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In my practices, lecturing and life, I live by the acronym I:CAN—Improvement: Constant and Never-Ending. This means a constant search for better ways of doing things and not simply accepting the status quo. Most modern clear aligner systems rely a great deal on composite resin attachments for various orthodontic movements, and attachments are becoming increasingly prevalent: nearly 60% of dentists survey in a poll conducted by Orthotown from 25 January to 8 March 2019.1
I personally do not like attachments. I find them tedious, labour-intensive, ugly and irritating. They stain, wear and fall off. Patients do not like them either, especially on anterior teeth. My teams object to them also; applying and maintaining attachments are not their favourite tasks.
I do, however, want to utilise clear aligners for most of my cases, and I am always pushing the limits of aligner capabilities in my practices. If I could crack the code to performing complex orthodontic movements with no or fewer composite attachments, that would be an absolute game-changer for my practices.
Henry Schein Orthodontics (HSO) has developed clear aligner systems that help me towards that goal. They are available in over 30 markets globally as Reveal and SLX aligners. There are three key differences with these aligners that allow them to deliver predictable tooth movements with minimal or no attachments in many cases. The three differences are fit, trim line and material.
Thanks to high-resolution moulds and automated thermoforming, HSO’s processes create micron printing that is approximately 30% finer than that of the leading brand and produces minimal striations. This helps create remarkably well-fitting aligners that are very clear.
Teeth are like slippery pumpkin seeds when it comes to grabbing hold of them for efficient movement with clear aligners. A non-slipping design is therefore vital for aligners to be able to achieve the movements planned in the software.
Other aligners in the market have heavy gingival scalloping, their trim lines extending only to the gingival margin (Fig. 1). This design will often result in slippage, loss of tracking, less reliable achievement of the plan and greater dependence on attachments.
HSO aligners have trim lines extending beyond the zeniths of the gingival margins and into the undercut areas of the teeth (Fig. 2). This trim line is intended to provide a much better grip on teeth, less slippage and reliability regarding the software prediction and the actual clinical outcome. A less intuitive advantage of this is elimination of the need to employ overcorrection in one’s clear aligner plan, an inherently inaccurate endeavour.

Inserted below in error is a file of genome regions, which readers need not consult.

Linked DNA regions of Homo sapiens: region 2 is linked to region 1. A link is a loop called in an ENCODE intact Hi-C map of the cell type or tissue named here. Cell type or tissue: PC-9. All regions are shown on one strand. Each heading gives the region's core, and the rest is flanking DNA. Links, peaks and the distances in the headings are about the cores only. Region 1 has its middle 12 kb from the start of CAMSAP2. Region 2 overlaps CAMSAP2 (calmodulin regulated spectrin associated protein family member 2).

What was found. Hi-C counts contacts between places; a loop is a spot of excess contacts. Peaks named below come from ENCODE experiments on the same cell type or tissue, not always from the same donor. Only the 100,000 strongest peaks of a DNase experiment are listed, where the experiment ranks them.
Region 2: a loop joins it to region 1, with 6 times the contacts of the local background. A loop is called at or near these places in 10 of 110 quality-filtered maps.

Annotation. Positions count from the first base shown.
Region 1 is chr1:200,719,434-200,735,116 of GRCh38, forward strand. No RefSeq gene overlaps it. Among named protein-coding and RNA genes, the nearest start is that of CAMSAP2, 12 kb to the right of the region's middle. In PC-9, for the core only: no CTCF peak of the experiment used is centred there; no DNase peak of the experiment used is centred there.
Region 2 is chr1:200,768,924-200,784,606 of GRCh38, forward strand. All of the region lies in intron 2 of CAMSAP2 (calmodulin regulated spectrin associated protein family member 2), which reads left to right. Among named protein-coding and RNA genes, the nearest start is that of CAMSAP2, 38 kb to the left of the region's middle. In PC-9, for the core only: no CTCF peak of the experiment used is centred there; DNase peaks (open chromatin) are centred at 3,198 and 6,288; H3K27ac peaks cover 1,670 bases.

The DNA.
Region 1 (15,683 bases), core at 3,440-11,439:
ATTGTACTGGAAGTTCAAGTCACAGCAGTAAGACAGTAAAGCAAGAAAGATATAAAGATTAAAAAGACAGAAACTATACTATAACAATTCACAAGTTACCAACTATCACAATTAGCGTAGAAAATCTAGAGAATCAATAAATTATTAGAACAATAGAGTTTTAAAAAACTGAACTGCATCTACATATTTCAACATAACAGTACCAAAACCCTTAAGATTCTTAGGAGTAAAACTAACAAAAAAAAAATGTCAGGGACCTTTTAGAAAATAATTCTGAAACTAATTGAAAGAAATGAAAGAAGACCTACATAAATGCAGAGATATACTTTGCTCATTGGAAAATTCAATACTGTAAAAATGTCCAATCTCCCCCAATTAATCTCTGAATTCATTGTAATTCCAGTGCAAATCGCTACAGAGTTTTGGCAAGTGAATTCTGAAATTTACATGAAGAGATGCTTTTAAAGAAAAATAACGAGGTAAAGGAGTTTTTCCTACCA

The third difference with HSO clear aligners is the plastic they are made of. The ClearWear material is considerably more robust and less yielding than most of its contemporaries, resulting in reduced distortion, better grip and closer fit to the tooth surface with minimal attachments. It is also very clear and remarkably stain-resistant (Fig. 3).
The three differences add up to a system that is very predictable, efficient and clear. This means more profound achievement of the movement plan with the goal of minimising attachments and refinements. In fact, it has now become routine for me to promptly identify cases that can be started without any attachments. The first round will reveal by its end where there is need for attachments for a given manoeuvre. This results in a much more educated application of attachments in the second round and only exactly where they are needed. I employ the same concept for interproximal reduction.
A 29-year-old male patient presented with the chief complaint of excessive tooth spacing in the anterior (Fig. 4). From the situation nine months after treatment was begun (Fig. 5), it was evident that two attachments were required to correct the tip of the maxillary incisors. These will be introduced at the refinement stage for this case. Long vertical attachments were indicated for the lateral incisor root tip control (Fig. 6).
A 54-year-old female patient presented with crowding and overjet (Fig. 7). Only one case refinement was necessary in the 11 months of treatment—during which time no attachments were used (Fig. 8)—including some interproximal reduction for dark triangles between the mandibular incisors.
A 17-year-old male patient presented with crowding and deep bite (Fig. 9). I would not have attempted this case without attachments had I been using the leading brand’s aligners. I was able to achieve substantial corrective movement in this patient in seven months without attachments or interproximal reduction (Fig. 10). There will indeed be some interproximal reduction prescribed for case refinement between the mandibular incisors, but no attachments will be required to finish this case.
The idea of treating clear aligner cases without attachments or with minimal attachments is indeed compelling.
One can imagine the many advantages of this aligner system for a busy practice with a desire for greater efficiency, patient satisfaction and profitability. Truly, a large number of attachments for clear aligner cases is not always necessary or desirable.
- Orthotown. Clear aligners and aesthetic options. 2019 Mar; Orthotown. 16 & 18.
This article was published in aligners—international magazine of aligner orthodontics vol. 2, issue 2/2023.
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